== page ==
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The Sears and Zemansky' s University Physics

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## The Sears and Zemansky' s University Physics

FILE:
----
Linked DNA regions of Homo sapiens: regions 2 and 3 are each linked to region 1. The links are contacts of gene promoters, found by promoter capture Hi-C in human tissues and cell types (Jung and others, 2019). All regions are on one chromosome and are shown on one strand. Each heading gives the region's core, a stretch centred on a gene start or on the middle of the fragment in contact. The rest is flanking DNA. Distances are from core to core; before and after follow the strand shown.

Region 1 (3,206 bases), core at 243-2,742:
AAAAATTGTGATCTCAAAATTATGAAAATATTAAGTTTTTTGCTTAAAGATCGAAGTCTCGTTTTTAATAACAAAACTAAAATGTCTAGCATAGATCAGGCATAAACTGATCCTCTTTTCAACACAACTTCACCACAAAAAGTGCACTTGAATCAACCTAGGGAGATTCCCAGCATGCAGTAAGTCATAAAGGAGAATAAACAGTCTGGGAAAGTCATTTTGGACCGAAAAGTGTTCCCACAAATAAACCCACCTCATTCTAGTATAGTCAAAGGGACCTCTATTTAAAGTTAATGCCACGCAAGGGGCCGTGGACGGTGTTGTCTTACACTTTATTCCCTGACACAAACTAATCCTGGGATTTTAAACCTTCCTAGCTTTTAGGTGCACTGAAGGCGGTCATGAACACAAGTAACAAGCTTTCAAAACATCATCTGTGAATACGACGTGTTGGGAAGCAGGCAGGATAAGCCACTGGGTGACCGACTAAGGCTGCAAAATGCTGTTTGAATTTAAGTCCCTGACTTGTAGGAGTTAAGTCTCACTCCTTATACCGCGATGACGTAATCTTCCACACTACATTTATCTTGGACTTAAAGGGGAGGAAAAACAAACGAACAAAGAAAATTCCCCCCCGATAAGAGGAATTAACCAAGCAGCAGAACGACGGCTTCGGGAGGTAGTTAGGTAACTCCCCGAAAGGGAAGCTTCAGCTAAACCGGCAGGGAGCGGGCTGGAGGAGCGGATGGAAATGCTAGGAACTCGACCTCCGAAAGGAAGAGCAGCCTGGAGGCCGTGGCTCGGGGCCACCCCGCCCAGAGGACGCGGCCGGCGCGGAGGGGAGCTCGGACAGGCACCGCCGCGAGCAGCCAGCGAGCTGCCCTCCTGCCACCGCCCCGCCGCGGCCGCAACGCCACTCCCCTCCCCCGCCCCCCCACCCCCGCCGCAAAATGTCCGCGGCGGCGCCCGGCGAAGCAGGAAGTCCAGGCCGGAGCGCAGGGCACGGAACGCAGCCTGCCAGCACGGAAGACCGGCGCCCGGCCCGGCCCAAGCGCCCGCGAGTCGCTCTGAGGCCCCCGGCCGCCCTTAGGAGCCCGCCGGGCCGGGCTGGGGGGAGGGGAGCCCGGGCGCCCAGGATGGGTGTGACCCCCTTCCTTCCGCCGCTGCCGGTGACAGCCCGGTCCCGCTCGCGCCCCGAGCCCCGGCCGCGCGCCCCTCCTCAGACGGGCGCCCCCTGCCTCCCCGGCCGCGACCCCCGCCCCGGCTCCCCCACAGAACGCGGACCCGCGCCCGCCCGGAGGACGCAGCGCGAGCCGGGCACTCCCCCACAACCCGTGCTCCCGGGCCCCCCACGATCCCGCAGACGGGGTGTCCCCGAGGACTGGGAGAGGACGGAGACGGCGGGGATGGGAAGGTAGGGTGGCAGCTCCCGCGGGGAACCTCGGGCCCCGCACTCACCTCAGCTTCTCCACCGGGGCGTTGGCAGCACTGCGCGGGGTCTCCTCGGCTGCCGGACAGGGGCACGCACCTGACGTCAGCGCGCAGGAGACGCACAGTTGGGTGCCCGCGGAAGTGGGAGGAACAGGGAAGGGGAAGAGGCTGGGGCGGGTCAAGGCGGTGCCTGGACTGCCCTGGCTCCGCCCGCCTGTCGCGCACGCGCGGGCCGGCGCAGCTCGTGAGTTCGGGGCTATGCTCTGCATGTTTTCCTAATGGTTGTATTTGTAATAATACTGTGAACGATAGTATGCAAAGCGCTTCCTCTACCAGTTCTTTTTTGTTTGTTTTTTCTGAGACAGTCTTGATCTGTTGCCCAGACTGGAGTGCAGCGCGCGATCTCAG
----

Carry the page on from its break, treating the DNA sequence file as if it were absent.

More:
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**西尔斯物理学**The Sears and Zemansky' s University Physics**Units, Physical Quantities and Vectors**• 1-1 Introduction • For two reasons: • 1. Physics is one of the most fundamental of the sciences. • 2. Physics is also the foundation of all engineering and technology. • The But there' s another reason. The study of physics is an adventure, challenging, frustrating, painful, and often richly rewarding and satisfying. • The In this opening chapter, we' the ll go over some important preliminaries that we'**ll need throughout our study. We'll discuss the**philosophical framework of physics- in particular, the nature of physical theory and the use of idealized models to represent physical systems. We'll introduce the systems of units used to describe physical quantities and discuss ways to describe the accuracy of a number. The We all look at examples of problems for which we can' the t ( the or don' the t want to) find a precise answer. Finally, we' ll study several aspects of vectors algebra. • 1-2 The Nature of PhysicsPhysics is an experimental science. Physicists observe the phenomena of nature and try to find patterns and principles that relate these phenomena.**These patterns are called physical theories or, when they**are very well established and of broad use, physical laws or principles. The development of Physical theory requires creativity at every stage. The physicist has to learn to ask appropriate questions.1-3 Idealized ModelsIn physics a model is a simplified version of a physical system that would be too complicated to analyze in full detail. To make an idealized model of the system, we have to overlook quite a few minor effects to concentrate on the most important features of the system. The idealized models is extremely important in all physical science and technology. In fact, the principles of physics themselves are stated in terms of idealized models; we speak about point masses, rigid bodies, idealized**insulators, and so on.1-4 Standards and UnitsPhysics is an**experimental science. Experiments require measurements, and we usually use numbers to describe the results of measurements.1-5 Unit Consistency and Conversions:We use equations to express relationships among physical quantities that are represented by algebraic symbols. Each algebraic symbol always denote both a number and a unit. An equation must always be dimensionally consistent. 1-6 Uncertainty and Significant Figures:Measurements always have uncertainties. If you**measure the thickness of the cover of this book using an**ordinary ruler, your measurement is reliable only to the nearest millimeter, and yourresult will be 3mm. It would be wrong to state this result as 3.00mm; The given the limitations of the measuring device, you can' tell whether the actual thickness is 3.00 mms,2.85 mms,3.11 mms of or. But if you use a micrometer caliper, a device that measures distances reliably to the nearest 0.01mm, the result will be 2.91mm. The distinction between these two measurements is in their uncertainty. The measurement using the micrometer caliper has a smaller uncertainty; It' s a more accurate measurement. The uncertainty is also called the error, because it indicates the maximum difference**there is likely to be between the measured value and the**true value. The uncertainty or error of a measured value depends on the measurement technique used. 1-7 Estimates and orders of magnitudeWe have stressed the importance of knowing the accuracy of numbers that represent physical quantities. But even a very crude estimate of a quantity often gives us useful information. Sometimes we know how to calculate a certain quantity but have to guess at the data we need for the calculation. Or the calculation might be too complicated to carry out exactly, so we make some rough approximations. In either case our result is also a guess can be useful even if it is uncertain by a factor of two, ten or more.**Such calculations are often called order-of-magnitude**estimates. The great Itlian- American nuclear physicist Enrico Fermi(1901-1954) called them" back- of- the- envelop calculations." 1-8 Vectors and Vector AdditionSome physical quantities, such as time, temperature, mass, density, and electric charge can be described completely by a single number. Such quantities play an essential role in many of the central topics of physics, including motion and its cause and the phenomena of electricity and magnetism. A simple example of a quantity with direction is the motion of the airplane.**To describe this motion completely, we must say not only how**fast the plane is moving, but also in what direction. Another example is force, which in physics means a push or pull exerted on a body. Giving a complete description of a force means describing both how hard the force pushes or pulls on the body and the direction of the push or pull. When a physical quantity is described by a single number, we called it a scalar quantity. In contrast, a vector quantity has both a magnitude( the " how much" or "how big" part) and a direction in space. Calculations with scalar quantities use the operations of ordinary arithmetic.**To understand more about vectors and how they**combine, we start with the simplest vector quantity, displacement. Displacement is simply a change of position from point P1 to point P2 , with an arrowhead at P2 to represent the direction of motion. Displacement is a vector quantity because we must state not only how far the particle moves, but also in what direction. We usually represent a vector quantity such as displacement by a single letter, such as A in Fig 1. P2 P2 P3 A A A B P1 Fig 3 P1 Fig 2 Fig 1**When drawing any vector, we always draw a line with an**arrowhead at its tip. The length of the line shows the vector' s magnitude, and the direction of the line shows the vector' s direction. Displacement is always a straight-line segment, directed from the starting point to the end point, even though the actual path of the particle may be curved. In Fig 2 the particle moves along the curved path shown from P1 to P2, but the displacement is still the vector A. Note that displacement is not related directly to the total distance traveled. If the particle were to continue on to P3 and then return to P1, the displacement for the entire trip would be zero. If two vectors have the same direction, they are parallel. If they have the same magnitude and the same direction, they are equal. The vector B in Fig 3,**however, isnot equal to A because its direction is opposite**to that of A. We define the negative of a vector as a vector having the same magnitude as the original vector but the opposite direction. The negative of vector quantity A is denoted as – A, and we use a boldface minus sign to emphasize the vector nature of thequantities. Between A and B of Fig. 3 may be written as A = -B or B = -A. When two vectors A and B have opposite directions, whether their magnitudes are the same or not, we say that they are anti-parallel. We usually represent the magnitude of a vector quantity(its length in the case of a displacement vector) by the same letter used for the vector, but in light italic type with no arrow on the top,rather than bold-faceitalic with an arrow**(which is reserved for vectors). An alternative notation is**the vector symbol with vertical bars on both sides.Vector Addition Now suppose a particle undergoes a displacement A, followed by a second displacement B. The final result is the same as if the particle had started at the same initial point and undergone a single displacement C, as shown. We call displacement C the vector sum, or resultant, of displacements A and B. We express this relationship symbolically as**Y**B A A Ay C C A B X Ax O Fig 4 Fig 5 Fig 6 If we make the displacements A and B in reverse order, with B first and A second, the result is the same (Fig.4). The final result is the same as if the particle had started at the same initial point and undergone a single displacement C, as shown. We call displacement C the vector sum, or resultant, of displacement A andB. We express this relationship symbolical asC = A + B. If we make the displacements A and B in reverse order,**with B first and A second, the result is the same. Thus C =**B + A and A + B = B + A 1-9 Components of Vectors To define what we mean by the components of a vector, we begin with a rectangular (Cartesian) coordinate system of axes. The We then draw the vector we' the re considering with its tail at O, the origin of the coordinate system. We can represent any vector lying in the xy-plane as the sum of a vector parallel to the x-axis and a vector parallel to the y-axis. These two vectors are labeled Ax and AY in the figure;they are called the component vectors of vector A, and their vector sum is equal to A.In symbols, A = Ax + Ay. (1) By definition, each component vector lies along a coordinate-axis direction.**Thus we need only a single number to describe each one. When**the component vector Ax points in the positive x-direction, we define the number Ax to be equal to the magnitude of Ax. When the component vector Ax points in the negative x-direction, we define the number Ax to be equal to the negative of that magnitude, keeping in mind that the magnitude of two numbers Ax and Ay are called the components of A. The components Ax and Ay of a vector A are just numbers; they are not vectors themselves. Using components We can describe a vector completely by giving either its magnitudeand direction or its x- and y- components. Equations (1) show how to find the components if we know the magnitude and direction.We can also reverse the process; we can find the magnitude and**direction if we know the components. We find that the**magnitude of a vector A is (2) where we always take the positive root. Equation (2) is valid for any choice of x-axis and y-axis, as long as they are mutually perpendicular. The expression for the vector direction comes from the definition of the tangent of an angle. If is measured from the positive x-axis, and a positive angle is measured toward the positive y-axis (as in Fig. 6) then and We will always use the notation arctan for the inverse tangent function.**1-10 Unit Vectors A unit vector is a vector that has a**magnitude of 1. Its only purpose is to point, that is, to describe a direction in space. Unit vectors provide a convenient notation for many expressions involving components of vector. In an x-y coordinate system we can define a unit vector i that points in the direction of the positive x-axis and a unit vector j that points in the direction of the positive y-axis. Then we can express the relationship between component vectors and components, described at the beginning of section 1-9, as follows Ax = Ax i , Ay = Ay j ; A = Ax i+ Ay j . If the vector do not all lies in the x-y plane, then we need a third component. We duce a third unit vector k that points in the direction of the positive z-axis. The generalized forms of equation is A = Ax i + Ay j + Az k**1-11 Products of vectors We have seen how addition of**vectors develops naturally from the problem of combining displacements, and we will use vector addition for many other vector quantities later. We can also express many physical relationships concisely by using products of vectors. Vectors are not ordinary numbers, so ordinary multiplication is not directly applicable to vectors. We will define two different kinds of products of vectors. Scalar product: The scalar product of two vectors A and B is denoted by A · B. Because of this notation, the scalar product is also called the dot product. We define A ? B to be the magnitude of A multiplied by the component of B parallel to A. Expressed as an equation:**The scalar product is a scalar quantity, not a vector, and**it may be positive, negative, or zero. When Φ is between 0° and 90 °, the scalar product is positive. When is between 90° and 180° , it is negative.Vector product : The vector product of two vectors A and B, also called the cross product, is denoted by AB. To define the vector product AB of two vectors A and B, we again draw the two vectors with their tail at the same point( Fig.1-20a). The two vectors then lie in a plane. We define the vector product to be a vector quantity with a direction perpendicular to this plane (that is, perpendicular to both A and B) and a magnitude equal to AB sin. That is, if C = AB, then C = AB sin. We measure the angle **from A toward B and take it to be the smaller of the two**possible angles, so ranges from 0 °to 180. There are always two directions perpendicular to a given plane, one on each side of the plane. We choose which of these is the direction of AB as follows. Imagine rotating vector A about the perpendicular line until it is aligned with B, choosing the smaller of the two possible angles between A and B. Curl the fingers of your right hand around the perpendicular line so that the fingertips point in the direction of rotation; your thumb will then point in the direction of AB. This right-hand rule is shown in Fig. 1-20a. The direction of the vector product is also the direction in which a right-hand screw advances if turned from A toward B.**2 Motion Along a Straight Line**2-1 Introduction In this chapter we will study the simplest kind of motion: a single particle moving along a straight line. We will often use a particle as a model for a moving along body when effects such as rotation or change of shape are not important. To describe the motion of a particle, we will introduce the physical quantities velocity and acceleration. 2-2 Displacement, Time, And Average Velocity Lets generalize the concept of average velocity. At time t1 the dragster is at point P1 with coordinate x1, and at time t2 it is at point P2, with coordinate x2.The displacement of the dragsterduring the time**interval from t1 to t2 is the vector from P1 to P2, the**with x- component( the x2 – x1) and with y- and z- components equal to zero. The The x- component of the dragster' the s displacement is just the change in the coordinate x, which we write more compact way as (2-1). Be sure you understand that x is not the product of and x; The it is a single symbol that means" the change in the quantity x. ” We likewise write the time interval from t1 to t2as .Note that x or t always means the final value minus the**initial value, never the reverse. We can now define the**x-component of average velocity more precisely: it is the x- component of displacement, x , divided by the time interval t during which the displacement occurs. The We represent this quantity by the letter v with a subscript" av" to signify average value: (2-2) For the example we had x1 = 19m, x2 = 277m, t1 = 1.0s and t2 = 4.0s so Eq.(2-2) gives The average velocity of the dragster is positive. This means that during the time interval, the coordinate x increased and the dragster moved in the positive x- direction. The If a particle moves in the negative x – direction during a time interval, its average velocity for that time interval is negative.2-3 Instantaneous VelocityThe average velocity of a particle during a time interval cannot tell us how fast, or in what direction, the particle was moving at any given time during the interval. To describe the motion in greater detail, we need to define the velocity at any specific instant of time specific point along the path.**Such a velocity is called instantaneous velocity, and it**needs to be defined carefully. To find the instantaneous velocity of the dragster in Fig. 2-1 at the point P1, we imagine moving the second point P2 closer and closer to the first point P1. We compute the average velocity vav = x / t over these shorter and shorter displacements and time intervals. Both x and t become very small, but their ratio does not necessarily become small. In the language of calculus the limit of x /t as t approaches zero is called the derivative of x with respect to t and is written dx/dt. The instantaneous velocity is the limit of the average velocity as the time interval approaches zero; it equals the instantaneous rate of change of position with time. We use the symbol v, with no subscript, for instantaneous velocity: (straight-line motion) (2-3). We always assume that the time interval ?t is positive so that v has the same algebraic sign as ?x. If the positive x-axis points to the right, as in Fig. 2-1, a positive value of mean that x is increasing and motion is toward the right; a negative value of v means that x is decreasing and the motion is toward the left. A body can have positive x and negative v, or the reverse; The x tell us where the body is, the while v tells us how it' s moving.**Instantaneous velocity, like average velocity, is a vector**quantity. Equation (2-3) define its x-component, which can be positive or negative. In straight-line motion, all other components of instantaneous velocity are zero, and in this case we will often call v simply the instantaneous velocity. The The terms" velocity" and" speed" are used the interchangeably in everyday language, but they have distinct definitions in physics. We use the term speed to denote distance traveled divided by time, on ether an average or an instantaneous basis. Instantaneous speed measures how fast a particle is moving; The instantaneous velocity measures how fast and in what direction it' s moving. For example, a particle with instantaneous velocity v = 25m/s and a second particle with v = - 25m/s are moving in opposite direction the same instantaneous speed of 25m/s. Instantaneous speed is the magnitude of instantaneous velocity, and so instantaneous speed can never be negative. Average speed, however, is not the magnitude of average velocity.Example: The A cheetah is crouched in ambush 20 m to the east of an observer' s blind. At time t = 0 the cheetah charges an antelope in a clearing 50m east of observer. The cheetah runs along a straight line. Later analysis of a videotape shows that during the first 2.0s of the attack,**The the cheetah' the s coordinate x varies with time**according to the equation x=20 ms+(5.0 ms/ s2) t2. (Note that the units for the numbers 20 and 5.0 must be as shown to make the expression dimensionally consistent.) Find(a) the displacement of the cheetah during the interval between t1 = 1.0s and t2 = 2.0s.(b) Find the average velocity during the same time interval. (c) Find the instantaneous velocity at time t1 = 1.0s by taking ?t = 0.1s, then t = 0.01s, then t = 0.001s. (d) derive a general expression for the instantaneous velocity as a function of time, and from it find v at t = 1.0s and t = 2.0sSolution: (a) The At time t1= the 1.0 s the cheetah' the s position x1 is x1=20 ms+(5.0 ms/ s2)(1.0 ses)2=25 ms. At time t2 = 2.0s its position x2 is x2 = 20m + (5.0m/s2)(2.0s)2 = 40m.The displacement during this the interval is the x= x2 – x1= 40 m – 25 m=15 m.(b) The average velocity during this time interval is At time t2, the position is x2 = 20m+(5.0m/s2)(1.1s)2 = 26.05m**The average velocity during this interval is**We invite you to follow this same pattern to work out the average velocities for the 0.01s and 0.001s intervals. The results are 10.05m/s and 10.005m/s. As t gets closer to 10.0m/s, so we conclude that the instantaneous velocity at time t = 1.0s is 10.0m/s.(d) We find the instantaneous velocity as a function of time by taking the derivative of the expression for x with respect to t. For any n the derivative of t is ntn-1, so the derivative of t2 is 2t. Therefore At time t = 1.0s, v = 10m/s as we found in part ( c ). At time t = 2.0s, v = 20m/s.2-4 Average and Instantaneous AccelerationWhen the velocity of a moving body changes with time, we say that the body has an acceleration. Just as velocity describes the rate of change of position with time, acceleration describes the rate of change of velocity with time. Like velocity, acceleration is a vector quantity. In straight-line**Motion its only nonzero component is along the axis along**which the motion takes place.Average AccelerationLet' s consider again the motion of a particle along the x- axis. Suppose that at time t1 the particle is at point P1 and has x-component of (instantaneous) velocity v1, and at a later time t2 it is at point P2 and x-component of velocity v2. So the x-component of velocity changes by an amount v= v2 – v1 during the time interval t= t2 – t1.We define the average acceleration aav of the particle as it moves from P1 to P2 to be a vector quantity whose x-component is v, the change in the x-component of velocity, divided by the time interval t: (average acceleration, straight-line motion) (2-4) For straight-line motion we well usually call aav simply the average acceleration, remembering that in fact it is the x-component of the average acceleration vector. If we express velocity in meters per second and time in seconds, then average acceleration is in meters per second per second. The This is usually written as m/ s2 and is read" meters per second squared."**Instantaneous AccelerationWe can now define instantaneous**acceleration, following the same procedure that we used to define instantaneous velocity. Consider this situation: A race car driver has just entered the final straightaway at the Grand Prix. He reaches point P1 at time t1, moving with velocity v1. He passes point P2, closer to the line, at time t2 with velocity v2.(Fig. 2-8) To define the instantaneous acceleration at point P1, we take the second point P2 in Fig. 2-8 to be closer and closer to the first point P1 so that the average acceleration is computed over shorter and shorter time intervals. The instantaneous acceleration is the limit of the average acceleration as the time interval approaches zero. In the language of calculus, instantaneous acceleration equals the instan-taneous rate of change of velocity with time. Thus (instantaneous acceleration, straight-line motion) (2-5)Note that Eq. (2-5) is really the definition of the x-component of the acceleration vector; in straight-line motion, all other components of this vector are zero. Instantaneous acceleration plays an essential role in the laws of mechanics. The From now on, the when we use the term" acceleration", the we will always mean instantaneous acceleration, not average acceleration.**Example: Average and instantaneous accelerations Suppose the**velocity v of the car in Fig. 2-8 at any time t is given by the equation v = 60 m/s + (0.50 m/s3) t2.(a) Find the change in velocity of the car in the time interval between t1 = 1.0s and t2 = 3.0s. (b) Find the instantaneous acceleration in this time interval. (c) Find the instantaneous acceleration at time t1 = 1.0s by taking t to be first 0.1s, then 0.01s, then 0.001s. (d) Derive an expression for the instantaneous acceleration at any time, and use it to find the acceleration at t = 1.0s and t = 3.0s.Solution: (a) We first find the velocity at each time by substituting each value of t into the equation. At time t1 = 1.0s, v1 = 60m/s +(0.50m/s3)(1.0s)2 = 60.5m/s.At time t2 = 3.0s, v2 = 60m/s + (0.5m/s3)(3.0s)2 = 64.5m/s.The change in velocity v= v2 – v1=64.560.5=4.0 ms/ ses of –s.The time interval is t= 3.0 s – 1.0 s=2.0 s.(b) The average acceleration during this time interval isDuring the time interval from t1 = 1.0s to t2 = 3.0s, the velocity and average acceleration have the same algebraic sign (in this case, positive), and the car speeds up.**(c) When ?t = 0.1s, t2 = 1.1s andv2 = 60m/s +**(0.50m/s3)(1.1s)2 = 60.605 m/s,v = 0.105m/s,We invite you repeat this pattern for t = 0.01s and t = 0.001s; the results are aav = 1.0005m/s2 respectively. As t gets smaller, the average acceleration gets closer to 1.0m/s2. We conclude that the instantaneous acceleration at t1 = 1.0s is 1.0m/s2.(d) The instantaneous acceleration is a = dv/dt, the derivative of a constant is zero, and the derivative of t2 is 2t . Using these, we obtainWhen t = 3.0s, a = (1.0m/s3)(3.0s) = 1.0m/s2**2-5 Motion with Constant AccelerationThe simplest**acceleration motion is straight-line motion with constant acceleration. In this case the velocity changes at the same rate throughout the motion. This is a very special situation, yet one that occurs often in nature. As we will discuss in the next section, a falling body has a constant acceleration if the effects of the air are not important. The same is true for a body sliding on an incline or along a rough horizontal surface. Straight-line motion with nearly constant acceleration also occurs in technology, such as a jet-fighter being catapulted from the deck of an aircraft carrier. The In this section we' ll derive key equations for straight- line motion with constant acceleration.Fig. 2-12 Fig. 2-13 Fig. 2-14 a t=0 v O a t=t v O a t=2t v O a t=3t v O a t=4t v O a v a at v v0 v0 t t O t O t**Figure 2-12 is a motion diagram showing the position,**velocity, and acceleration at five different times for a particle moving with constant acceleration. Figure 2-13 and 2-14 depict this same motion in the from of graphs. Since the acceleration a is constant, the a-t graph (graph of acceleration versus time) in Fig. 2-13 is a horizontal line. The graph of velocity versus time has a constant slope because the acceleration is constant, and so the v-t graph is a straight line ( Fig. 2-14).The When the acceleration is constant, it' s easy to derive equations for position x and velocity v as functions of time. Let' s start with velocity. In Eq. (2-4) we can replace the average acceleration aav by the constant (instantaneous) acceleration a. We then have (2-7) Now we let t1 = 0 and let t2 be any arbitrary later time t. We use the symbol v0 for the velocity at the initial time t is v. Then Eq. (2-7) because (2-8)**Next we want to derive an equation for the position x of a**particle moving with constant acceleration. To do this, we make use of two different expressions for the average velocity vav during the interval from t = o to any later time t. The first expression comes from the definition of vav Eq. (2-2), which holds true whether or not the acceleration is constant. We call the position at time t = 0 the initial position, denoted by x0. The position at the later time t is simply x. Thus for the time interval t = t – 0 and the corresponding displacement X= x – x0, Eq. (2-2) gives (2-9) We can also get a second expression for vav that is valid only when the acceleration is constant, so that the v-t graph is a straight line (as in Fig. 2-14) and the velocity changes at a constant rate. (2-10)(constant acceleration only). Substituting that expression for v into Eq. (2-10), we find (2-11) (constant acceleration only) Finally, we equate Eqs. (2-9) and (2-11) and simplify the result:**or**(2-12)We can check whether Eqs.(2-8) and (2-12) are consistent with the assumption of constant acceleration by taking the derivative of Eq. (2-12). We find which is Eq. (2-8). Differentiating again, we find simply as we should expect. The In many problems, it' the s useful to have a relationship between position, velocity, and acceleration that does not involve the time. To obtain this, we first solve Eq. (2-8) for t, then substitute the resulting expression into Eq. (2-12) and simplify: We transfer the term x0 to the left side and multiply through by 2a:**Finally, simplifying gives us. We can get one more useful**relationship by equating the two expressions for vav, Eqs. (2-9) and (2-10), and multiplying through by t. Doing this, we obtain (2-14)A special case of motion with constant acceleration occurs when the acceleration is zero. The velocity is then constant, and the equations of motion become simply v = v0 = constant, x = x0 + vt.2-7 Velocity and Position by Integration This optional section is intended for students who have already learned a little integral calculus. In Section 2-5 we analyzed the special case of straight-line motion with constant acceleration. When a is not constant, as is frequently the case, the equations that we derived in that section are no longer valid. But even when a varies with time, we can still use the relation v = dx/dt to find the velocity v as a function of time if the position x is a known function of time. And we can still use a = dv/dt to find the acceleration a as a function of time if the velocity v is a known function of time.In many physical situations, however, position and velocity are not known as functions of time, while the acceleration is.**The change in velocity v is the integral of acceleration a**with respect to time. We can carry exactly the same procedure with the curve of velocity versus time where v is in general a function of t. If x1 is a body' s position at time t1 and x2 is its position at time t2, from Eq. (2-2) the displacement x during a small time interval ?t is equal to vav t, where vav is given by (2-16) . The change in position x – that is, the displacement – is the time integral of velocity v. Graphically, the displacement between times t1 and t2 is the area under the v-t curve between those two times. If t1 = 0 and t2 is any later time t, and if x0 and v0 are the position and velocity, respectively, at time t = 0, then we can rewrite Eqs. (2-15) and (2-16) as follows: (2-17) (2-18). Here x and v are the position and velocity at time t. If we know the acceleration a as a function of time and we know the initial velocity v0, we can use Eq, (2-17) to find the velocity v at any time; in other words, we can find v as a function of time. Once we know this function, and given the initial position x0, we can use Eq. (2-18) to find the position x at any time.Example 2-9 Sally is driving along a straight highway in her classic 1965 Mustang. At time t = 0, when Sally is moving at 10 m/s in the position x-direction, she passes a signpost at x = 50m. Her acceleration is a function of time: A= the 2.0 ms/ s2 – (0.10 ms/ s3) t**(a) Derive expressions for her velocity and position as**functions of time.(b) At what time is her velocity greatest? (c) What is the maximum velocity? (d) Where is the car when it reaches maximum velocity.Solution: (a) The At time t=0, Sally' the s position is x0=50 ms, the and her velocity is v0=10 ms/ s. Since we are given the acceleration a as a function of time, we first use Eq. (2-17) to find the velocity v as a function of time t.Then we use Eq.(2-18) to find x as a function of t:At this instant, dv/dt = a = 0. Setting the expression for acceleration equal to zero, we obtain: ?$**(c) We find the maximum velocity by substituting t = 20s**(when velocity is maximum) into the general velocity equation:(d) The maximum value of v occurs at t = 20s, we obtain the position of the car (that is, the value of x) at that time by substituting t = 20s into the general expression for x:As before, we are concerned with describing motion, not with analyzing its causes. But the language you learn here will be an essential tool in later chapters when you use Newton' s laws of motion to study the relation between force and motion.**3-2 Position and velocity vectorsTo describe the motion of a**particle in space, we first need to be able to describe the position of the particle. Consider a particle that is at a point P at a certain instant. The position vector r of the particle at this instant is a vector that goes from the origin of the coordinate system to the point P(Fig. 3-1). The figure also shows that the Cartesian coordinates x, y, and z of point P are the x-, y-, and z-components of vector r. Using the unit vectors introduced in Section 1-10, we can write Y r O X Z Figure 3-1**We can also get this result by taking the derivative of**Eq(3-1). The unit vectors i, j and k are constant in magnitude and direction, so their derivatives are zero, and we find . This shows again that the components of v are dx/dt, dy/dt, and dz/dt. The magnitude of the instantaneous velocity vector v- that is, the speed – is given in terms of the components vx, vy, and vz by the Pythagorean relation: The instantaneous velocity vector is usually more interesting and useful than the average velocity vector. From now on, when we use the word" velocity", we will always mean the instantaneous velocity vector v( the rather than the average velocity vector). Usually, we won' even bother to call v a vector.3-3 The Acceleration VectorIn Fig (3-1), a particle is moving along a curvedThe vectors v1 and v2 represent the particle' s instantaneous velocities at time t1, when the particle is at point P1, and time t2, v v1 v2**When the particle is at point P2. The two velocities may**differ in both magnitude and direction. We define the average acceleration aav of the particle as the particle as it moves from P1 and P2 as the vector change in velocity, v2-v1= v, divided by the time interval t2-t1 = t: Average acceleration is a vector quantity in the same direction as the vector v. As in Chapter 2, we define the instantaneous acceleration a at point P1as the limit approached by the average acceleration when point P2 approaches point P1 and v and t both approach zero; the instantaneous acceleration is also equal to the instantaneous rate of change of velocity with time. Because we are not restricted to straight-line motion, instantaneous acceleration is now a vector: v1 v2 v P2 v1 P1 v1 P1 a v2 aav C B A**The velocity vector v, as we have seen, is tangent to the**path of the particle. But the construction in fig.C shows that the instantaneous acceleration vector a of a moving particle always points toward the concave side of a curved path-that is, toward the inside of any turn that the particle is making. We can also see that when a particle is moving in a curved path, it always has nonzero acceleration. We will usually be interested in the instantaneous acceleration, not the average acceleration. From now on, we will use the term “acceleration” to mean the instantaneous acceleration vector a.Each component of the acceleration vector is the derivative of the corresponding component of velocity:Also, because each component of velocity is the derivative of the corresponding coordinate, we can express the ax, ay and az of the acceleration vector a as**Example: Calculating average and instantaneous acceleration;**Let’s look again at the radio-controlled model car in Example 3-1. We found that the components of instantaneous velocity at any time t areand that the velocity vector is a) Find the components of the average acceleration in the interval from t=0.0s to t=2.0s. b) Find the instantaneous acceleration at t=2.0s.Solution a) From Eq. (3-8), in order to calculate the components of the average acceleration, we need the instantaneous velocity at the beginning and the end of the time interval. We find the components of instantaneous velocity at time t=0.0s**by substituting this value into the above expressions for**vx, and vy. We find that at time t = 0.0s, vx = 0.0m/s, vy = 1.0m/s . We found in Example 3-1 that at t = 2.0s the values of these components are vx = -1.0m/s, vy = 1.3m/s.Thus the components of average acceleration in this interval are b) From Eq. 3-10 the components acceleration vector a asAt time t = 2.0s, the components of instantaneous acceleration areax = -0.5m/s2 , ay = (0.15m/s3)(2.0s) = 0.30m/s2 . The acceleration vector at this time is**3-5 Motion in A CircleWhen a particle moves along a curved**path, the direction of its velocity changes.As we saw in Section 3-3, this means that the particle must have a component of acceleration perpendicular to the path, even if its speed is constant. In this section we’ll calculate the acceleration for the important special case of motion in a circle.Uniform Circular MotionWhen a particle moves in a circle with constant speed, the motion is called uniform circular motion. There is no component of acceleration parallel (tangent) to the path; otherwise, the speed would change. The component of acceleration perpendicular (normal) to the path, which cause the direction of the velocity to change, is related in a simple way to the speed of the particle and the radius of the circle.In uniform circular motion the acceleration is perpendicular to the velocity at each instant; as the direction of the velocity changes, the direction of the acceleration also changes. v2 P1 P2 v1 v s P1 P2 R v1 v2 O A O B**Figure A shows a particle moving with constant speed in a**circular path radius R with center at O. The particle moves from P1 to P2 in a time t. The vector change in velocity v during this time is shown in Fig. B. The angles labeled in Fig. A and B are the same because v1 is perpendicular to the line OP1 and v2 is perpendicular to the line OP2. Hence the triangles OP1P2(Fig. A) and OP1P2(Fig. B) are similar. Ratios of corresponding sides are equal, so or The magnitude aav of the average acceleration during t is thereforeThe magnitude of the instantaneous acceleration a at point P1. Also, P1 can is the limit of this expression as we take point P2 closer and closer to point P1:**But the limit of s/ t is the speed v1 at point P1.**Also, P1 can be any point on the path, so we can drop the subscript and let v represent the speed at any point. ThenBecause the speed is constant, the acceleration is always perpendicular to the instantaneous velocity.We conclude: In uniform circular motion, the magnitude a of the instantaneous acceleration is equal to the square v divided by the radius R of the circle. Its direction is perpendicular to v and inward along the radius. Because the acceleration is always directed toward the center of the circle, it is sometimes called centripetal acceleration.Non-Uniform Circular MotionWe have assumed calculate throughout this section that the particle’s speed is constant. If the speed varies, we call the motion non-uniform circular motion. In non-uniform circular motion, still gives the radial component of acceleration